Whether your a native of the greater Rochester area or you’re moving here from out of state, it doesn’t take long before you start flirting with the idea of renting in the East Avenue Neighborhood. Not only is East Ave a cultural hub of the city, but it’s also where Rochester’s earliest businessmen chose to locate their palatial homes. Eastman Kodak founder, George Eastman‘s mansion is one of the most spectacular and has been preserved as a present day museum. True to Eastman’s passion for photography and film, the Eastman House features film and animation exhibits, and houses the Dryden Theatre where rare movie titles are often screened for the public. As you stroll down East, mansions modeled after Bavarian chateaus and Tudor castles dot the tree lined avenue. While some of these gems remain single family estates, many have been converted into apartments and condos. In years past many fell prey to the wrecking ball, but their land has since been redeveloped with higher density towers and apartment buildings.
The apartment inventory in this part of the city has some of the most breathtaking units in the city. Renowned architects such as Frank Lloyd Wright and J. Foster Warner, who designed the Eastman House, spared no expense appointing rooms with hand carved fireplace mantels and inlaid hardwood floors. (J. Foster Warner’s own home was recently listed on Newdigs, but has since been leased.) These details, that were once reserved for the area’s elite, now find themselves in very reasonably priced apartments packed with charm and historic details. Some larger ‘owners units’ may be 2 or 3 bedrooms, and rent for $1500-$3000 per month, but there are plenty of units to be found for $700-$1200 per month. If you prefer ’professionally managed’ properties over architectural details in private homes, you may want to check out some of the apartment buildings like 1600 East Ave managed by Tri-City Rentals, or Regency House managed by The Cabot Group.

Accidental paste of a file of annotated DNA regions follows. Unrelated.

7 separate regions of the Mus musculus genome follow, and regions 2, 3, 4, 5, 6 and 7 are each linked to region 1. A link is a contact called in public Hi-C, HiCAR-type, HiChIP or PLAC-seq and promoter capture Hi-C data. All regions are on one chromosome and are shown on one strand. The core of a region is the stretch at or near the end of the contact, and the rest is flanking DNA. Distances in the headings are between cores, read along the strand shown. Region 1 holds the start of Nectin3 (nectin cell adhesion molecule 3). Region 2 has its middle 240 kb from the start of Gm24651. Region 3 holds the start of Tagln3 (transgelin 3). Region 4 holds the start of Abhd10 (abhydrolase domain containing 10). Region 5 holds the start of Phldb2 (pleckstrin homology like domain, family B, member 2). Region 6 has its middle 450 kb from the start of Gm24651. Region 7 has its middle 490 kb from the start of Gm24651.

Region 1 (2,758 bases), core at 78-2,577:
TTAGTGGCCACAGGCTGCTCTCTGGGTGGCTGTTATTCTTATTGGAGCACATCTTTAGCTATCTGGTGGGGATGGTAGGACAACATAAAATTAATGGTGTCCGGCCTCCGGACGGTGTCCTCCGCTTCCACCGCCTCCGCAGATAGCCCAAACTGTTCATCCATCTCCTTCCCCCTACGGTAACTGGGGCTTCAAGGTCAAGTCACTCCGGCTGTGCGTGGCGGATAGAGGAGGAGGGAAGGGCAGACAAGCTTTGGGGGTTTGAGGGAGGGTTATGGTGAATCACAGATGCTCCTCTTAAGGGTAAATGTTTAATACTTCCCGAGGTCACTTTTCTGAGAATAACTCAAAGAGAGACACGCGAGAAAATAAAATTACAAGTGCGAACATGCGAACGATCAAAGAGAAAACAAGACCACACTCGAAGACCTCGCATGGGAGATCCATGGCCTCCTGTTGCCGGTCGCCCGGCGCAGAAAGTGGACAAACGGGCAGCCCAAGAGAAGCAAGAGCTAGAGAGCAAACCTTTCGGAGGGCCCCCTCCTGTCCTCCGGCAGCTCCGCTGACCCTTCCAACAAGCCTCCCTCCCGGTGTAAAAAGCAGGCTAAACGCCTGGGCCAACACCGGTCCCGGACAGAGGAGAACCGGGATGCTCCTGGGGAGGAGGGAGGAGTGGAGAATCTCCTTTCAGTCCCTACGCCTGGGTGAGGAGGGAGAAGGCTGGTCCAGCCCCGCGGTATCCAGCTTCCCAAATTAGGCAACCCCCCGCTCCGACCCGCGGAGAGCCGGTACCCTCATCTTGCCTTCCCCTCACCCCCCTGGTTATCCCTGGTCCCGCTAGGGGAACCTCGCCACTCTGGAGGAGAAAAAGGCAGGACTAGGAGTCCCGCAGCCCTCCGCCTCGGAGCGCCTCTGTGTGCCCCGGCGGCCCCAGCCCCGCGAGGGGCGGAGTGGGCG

Life on East Ave is incredibly convenient. To the north of the East Ave neighborhood, is Neighborhood of the Arts. The neighborhoods blend together seamlessly from the grandeur of the mostly residential East Ave neighborhood, into the artsy hot spots along Art Walk, like the Memorial Art Gallery, Village Gate, and Starry Nights Cafe in the adjacent Neighborhood of the Arts. At the eastern most edge of the East Avenue neighborhood lies the ultimate convenience: the City of Rochester’s only Wegmans. Across from Wegmans lies another rare convenience, a 24-hour gym, World Wide Gym. The East Ave neighborhood is directly adjacent to the shop & restaurant-dense Park Avenue neighborhood, as well as the “East End,” which is known for being the city’s main nightlife hub and overlaps the Western end of East Ave neighborhood, and an Eastern slice of downtown Rochester. On several occasions during the summer, the club district holds the East End Fest where thousands of revelers come out to drink and enjoy live music. Local favorites like The Old Toad, The Blue Room, Mex, Monty’s Corner and Murphy’s Law are all located within a block of East Avenue and Alexander Street.